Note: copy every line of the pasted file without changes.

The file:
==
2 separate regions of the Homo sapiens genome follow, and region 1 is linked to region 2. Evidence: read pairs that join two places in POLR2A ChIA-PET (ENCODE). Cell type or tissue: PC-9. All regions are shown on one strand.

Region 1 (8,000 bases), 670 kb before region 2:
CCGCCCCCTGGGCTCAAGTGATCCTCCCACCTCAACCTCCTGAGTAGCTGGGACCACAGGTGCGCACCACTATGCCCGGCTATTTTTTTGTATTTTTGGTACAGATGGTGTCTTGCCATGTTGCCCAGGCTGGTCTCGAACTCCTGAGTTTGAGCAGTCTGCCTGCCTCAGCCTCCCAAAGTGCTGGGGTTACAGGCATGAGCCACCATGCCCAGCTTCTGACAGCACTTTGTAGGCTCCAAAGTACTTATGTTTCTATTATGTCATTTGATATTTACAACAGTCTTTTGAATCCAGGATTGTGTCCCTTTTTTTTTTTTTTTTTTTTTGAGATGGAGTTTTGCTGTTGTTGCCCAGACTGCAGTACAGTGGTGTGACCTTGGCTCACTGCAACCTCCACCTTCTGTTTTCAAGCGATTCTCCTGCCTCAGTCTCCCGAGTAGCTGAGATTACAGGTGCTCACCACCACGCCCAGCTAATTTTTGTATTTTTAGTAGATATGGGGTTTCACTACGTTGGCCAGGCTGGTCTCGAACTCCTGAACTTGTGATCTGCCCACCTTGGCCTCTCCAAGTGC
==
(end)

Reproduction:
2 separate regions of the Homo sapiens genome follow, and region 1 is linked to region 2. Evidence: read pairs that join two places in POLR2A ChIA-PET (ENCODE). Cell type or tissue: PC-9. All regions are shown on one strand.

Region 1 (8,000 bases), 670 kb before region 2:
CCGCCCCCTGGGCTCAAGTGATCCTCCCACCTCAACCTCCTGAGTAGCTGGGACCACAGGTGCGCACCACTATGCCCGGCTATTTTTTTGTATTTTTGGTACAGATGGTGTCTTGCCATGTTGCCCAGGCTGGTCTCGAACTCCTGAGTTTGAGCAGTCTGCCTGCCTCAGCCTCCCAAAGTGCTGGGGTTACAGGCATGAGCCACCATGCCCAGCTTCTGACAGCACTTTGTAGGCTCCAAAGTACTTATGTTTCTATTATGTCATTTGATATTTACAACAGTCTTTTGAATCCAGGATTGTGTCCCTTTTTTTTTTTTTTTTTTTTTGAGATGGAGTTTTGCTGTTGTTGCCCAGACTGCAGTACAGTGGTGTGACCTTGGCTCACTGCAACCTCCACCTTCTGTTTTCAAGCGATTCTCCTGCCTCAGTCTCCCGAGTAGCTGAGATTACAGGTGCTCACCACCACGCCCAGCTAATTTTTGTATTTTTAGTAGATATGGGGTTTCACTACGTTGGCCAGGCTGGTCTCGAACTCCTGAACTTGTGATCTGCCCACCTTGGCCTCTCCAAGTGC